The UK general election this week has been touted as the most momentous election since the Tories swept to victory in 1979 under Margaret Thatcher. Whether that is a fair characterization is debatable as it is the third election in less than five years, with all of those elections directly linked to the real earthquake: the Brexit referendum of 2016, which was held due to a platform promise of David Cameron’s 2015 election campaign after his attempts to renegotiate the terms of the UK relationship.
Anyway you turn it, though, the election will prove a pivotal test of the expectations for the UK economy, financial markets and the pound sterling, as the bulk of the uncertainty that has dragged on endless since the June 2016 referendum will lift – even if some longer term uncertainties remain.
First, we write this with the overriding assumption that the strong consensus around the election’s outcome is correct and that the Conservatives under Boris Johnson emerge victorious with a clear majority in Parliament. A recent poll by Lord Ashcroft Polls buttresses our conviction: when asked the question “If you had to choose, which of the following would you prefer?” – the two options being “A Conservative government with Boris Johnson as Prime Minister” and “A Labour Government with Jeremy Corbyn as Prime Minister.”, fully half of pro-Leave Labour voters said they would vote Boris.
Assuming a clear Conservative majority government post-election, some likely positives for the UK economy and sterling are:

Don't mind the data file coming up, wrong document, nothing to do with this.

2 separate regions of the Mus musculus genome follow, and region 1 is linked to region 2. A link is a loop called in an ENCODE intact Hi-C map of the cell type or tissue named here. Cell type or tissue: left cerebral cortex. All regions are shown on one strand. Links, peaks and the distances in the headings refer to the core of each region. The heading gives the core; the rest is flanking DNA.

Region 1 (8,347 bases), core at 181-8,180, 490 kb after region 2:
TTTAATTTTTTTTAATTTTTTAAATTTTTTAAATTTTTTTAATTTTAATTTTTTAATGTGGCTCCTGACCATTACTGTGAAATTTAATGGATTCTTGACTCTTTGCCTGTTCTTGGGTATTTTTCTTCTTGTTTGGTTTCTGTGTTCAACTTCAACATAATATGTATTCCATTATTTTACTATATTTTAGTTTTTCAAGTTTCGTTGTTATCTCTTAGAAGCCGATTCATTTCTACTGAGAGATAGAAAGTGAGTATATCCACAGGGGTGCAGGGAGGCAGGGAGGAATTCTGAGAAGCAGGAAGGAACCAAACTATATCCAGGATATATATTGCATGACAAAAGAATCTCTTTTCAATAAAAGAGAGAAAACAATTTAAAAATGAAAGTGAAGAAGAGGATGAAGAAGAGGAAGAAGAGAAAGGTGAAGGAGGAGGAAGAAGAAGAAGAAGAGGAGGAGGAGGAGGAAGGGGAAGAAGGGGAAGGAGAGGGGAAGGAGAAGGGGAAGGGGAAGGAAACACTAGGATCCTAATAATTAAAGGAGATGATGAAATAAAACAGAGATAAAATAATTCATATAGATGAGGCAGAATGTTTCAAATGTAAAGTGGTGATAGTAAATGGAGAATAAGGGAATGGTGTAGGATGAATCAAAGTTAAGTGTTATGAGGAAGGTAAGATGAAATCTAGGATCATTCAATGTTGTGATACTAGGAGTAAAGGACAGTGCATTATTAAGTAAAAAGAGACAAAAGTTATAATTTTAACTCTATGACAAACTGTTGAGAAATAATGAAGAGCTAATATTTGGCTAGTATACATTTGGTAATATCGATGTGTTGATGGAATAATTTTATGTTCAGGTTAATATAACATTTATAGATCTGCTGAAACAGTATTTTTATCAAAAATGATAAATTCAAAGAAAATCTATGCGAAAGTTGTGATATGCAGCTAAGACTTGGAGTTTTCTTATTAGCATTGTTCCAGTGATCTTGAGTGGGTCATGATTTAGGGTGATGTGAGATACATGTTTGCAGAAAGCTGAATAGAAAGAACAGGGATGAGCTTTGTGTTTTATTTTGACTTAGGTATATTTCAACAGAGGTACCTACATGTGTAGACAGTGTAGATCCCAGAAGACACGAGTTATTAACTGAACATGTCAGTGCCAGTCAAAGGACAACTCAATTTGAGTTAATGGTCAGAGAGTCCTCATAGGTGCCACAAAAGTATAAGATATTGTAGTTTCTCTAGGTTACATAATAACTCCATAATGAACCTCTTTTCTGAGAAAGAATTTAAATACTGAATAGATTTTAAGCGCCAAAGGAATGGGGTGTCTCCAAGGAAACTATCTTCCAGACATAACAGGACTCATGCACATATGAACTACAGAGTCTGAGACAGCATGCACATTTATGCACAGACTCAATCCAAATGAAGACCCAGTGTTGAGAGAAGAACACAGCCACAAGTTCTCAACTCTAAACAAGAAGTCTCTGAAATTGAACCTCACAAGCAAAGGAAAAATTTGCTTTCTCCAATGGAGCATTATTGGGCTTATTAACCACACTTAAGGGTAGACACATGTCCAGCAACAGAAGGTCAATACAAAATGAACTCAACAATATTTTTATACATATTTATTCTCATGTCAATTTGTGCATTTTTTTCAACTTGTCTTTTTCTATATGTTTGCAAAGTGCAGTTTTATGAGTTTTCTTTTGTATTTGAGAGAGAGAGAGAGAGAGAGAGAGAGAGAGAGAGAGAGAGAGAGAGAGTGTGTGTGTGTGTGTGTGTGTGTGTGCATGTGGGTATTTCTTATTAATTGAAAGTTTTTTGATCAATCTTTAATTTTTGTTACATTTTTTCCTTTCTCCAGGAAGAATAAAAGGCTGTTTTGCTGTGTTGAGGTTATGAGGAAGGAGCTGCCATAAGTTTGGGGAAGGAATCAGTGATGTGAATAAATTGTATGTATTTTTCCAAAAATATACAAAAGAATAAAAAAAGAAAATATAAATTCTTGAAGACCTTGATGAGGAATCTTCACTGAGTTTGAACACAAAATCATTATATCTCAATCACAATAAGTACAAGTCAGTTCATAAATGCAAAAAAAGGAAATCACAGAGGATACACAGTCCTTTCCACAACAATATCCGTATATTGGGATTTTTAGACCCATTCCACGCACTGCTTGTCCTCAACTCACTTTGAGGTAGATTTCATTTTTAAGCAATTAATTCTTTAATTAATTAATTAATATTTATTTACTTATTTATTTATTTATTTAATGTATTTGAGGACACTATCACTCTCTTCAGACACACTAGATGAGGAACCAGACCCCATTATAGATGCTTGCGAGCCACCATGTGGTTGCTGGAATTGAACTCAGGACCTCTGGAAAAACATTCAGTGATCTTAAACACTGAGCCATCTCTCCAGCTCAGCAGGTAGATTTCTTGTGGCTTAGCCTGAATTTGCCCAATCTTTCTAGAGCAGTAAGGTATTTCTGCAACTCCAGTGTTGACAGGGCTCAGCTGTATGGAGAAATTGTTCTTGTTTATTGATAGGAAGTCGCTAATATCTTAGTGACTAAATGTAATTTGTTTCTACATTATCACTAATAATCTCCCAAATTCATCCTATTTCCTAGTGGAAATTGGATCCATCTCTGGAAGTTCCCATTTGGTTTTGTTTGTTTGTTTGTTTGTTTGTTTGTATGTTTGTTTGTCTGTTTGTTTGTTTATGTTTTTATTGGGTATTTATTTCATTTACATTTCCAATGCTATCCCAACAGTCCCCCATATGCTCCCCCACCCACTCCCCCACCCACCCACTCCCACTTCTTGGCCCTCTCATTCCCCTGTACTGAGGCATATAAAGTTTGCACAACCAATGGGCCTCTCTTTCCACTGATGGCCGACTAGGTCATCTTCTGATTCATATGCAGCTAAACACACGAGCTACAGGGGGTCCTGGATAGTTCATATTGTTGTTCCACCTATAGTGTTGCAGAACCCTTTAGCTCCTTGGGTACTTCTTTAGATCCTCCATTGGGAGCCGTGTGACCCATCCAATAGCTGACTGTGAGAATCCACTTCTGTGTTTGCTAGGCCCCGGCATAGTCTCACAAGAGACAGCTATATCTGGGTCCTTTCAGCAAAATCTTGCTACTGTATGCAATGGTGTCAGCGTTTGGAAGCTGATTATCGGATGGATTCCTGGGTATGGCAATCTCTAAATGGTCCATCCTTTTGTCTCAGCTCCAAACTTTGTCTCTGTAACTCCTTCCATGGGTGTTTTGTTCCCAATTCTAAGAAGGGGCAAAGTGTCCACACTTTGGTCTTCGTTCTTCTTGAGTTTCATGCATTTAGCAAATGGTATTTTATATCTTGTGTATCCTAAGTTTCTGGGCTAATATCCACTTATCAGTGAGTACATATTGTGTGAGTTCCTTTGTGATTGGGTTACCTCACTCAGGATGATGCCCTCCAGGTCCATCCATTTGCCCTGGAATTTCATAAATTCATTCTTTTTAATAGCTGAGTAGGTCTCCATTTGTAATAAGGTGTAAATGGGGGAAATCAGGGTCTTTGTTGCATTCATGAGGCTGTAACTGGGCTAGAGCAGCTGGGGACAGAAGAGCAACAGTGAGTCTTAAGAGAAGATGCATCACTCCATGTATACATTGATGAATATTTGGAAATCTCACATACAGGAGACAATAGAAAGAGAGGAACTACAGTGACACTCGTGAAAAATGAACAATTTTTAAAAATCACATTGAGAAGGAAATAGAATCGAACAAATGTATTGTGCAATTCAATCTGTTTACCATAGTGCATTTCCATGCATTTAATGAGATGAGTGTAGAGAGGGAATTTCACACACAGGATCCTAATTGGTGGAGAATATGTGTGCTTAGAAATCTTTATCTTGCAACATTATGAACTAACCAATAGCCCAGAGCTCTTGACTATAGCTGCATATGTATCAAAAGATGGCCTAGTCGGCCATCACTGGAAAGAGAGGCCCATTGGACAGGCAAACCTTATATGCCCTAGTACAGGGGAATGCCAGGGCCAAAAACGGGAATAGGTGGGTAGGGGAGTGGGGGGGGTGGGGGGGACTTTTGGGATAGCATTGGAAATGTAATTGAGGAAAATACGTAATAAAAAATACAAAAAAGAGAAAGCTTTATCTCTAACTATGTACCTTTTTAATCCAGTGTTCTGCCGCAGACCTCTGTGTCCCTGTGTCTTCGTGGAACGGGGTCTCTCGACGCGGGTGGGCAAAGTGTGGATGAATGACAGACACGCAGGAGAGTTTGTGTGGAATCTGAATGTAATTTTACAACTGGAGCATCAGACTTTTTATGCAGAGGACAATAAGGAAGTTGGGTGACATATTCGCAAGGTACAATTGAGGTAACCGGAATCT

- Inbound investment flows – the clarity provided by a post-Brexit landscape and a clear majority government with a strong mandate and telegraphing a clear message on policy should encourage strong investment inflows
- Fiscal stimulus – fiscal austerity was already declared dead under Theresa May and now Boris Johnson has declared an intent to boost spending and reduce taxes, even as current Chancellor Javid has touted. The latter is likely pure fiction as we are convinced that at near-zero and negative rates worldwide, nearly every government is set to expand fiscal spending. So, while Johnson’s spending promises look modest now, we suspect a Johnson government will get far more aggressive on stimulus – both in terms of tax cuts and spending in light of weak UK economic data into year end.
- Deregulation lite – most of the Boris Johnson focus is on social spending in the campaign period to yield the most votes on election day. But it would be a surprise not to see more of a focus on deregulation where possible from the pro-business Johnson to invigorate the private sector from the supply side as well. Already, Johnson has promised a focus on ending property taxes for businesses and there could be a lot more here.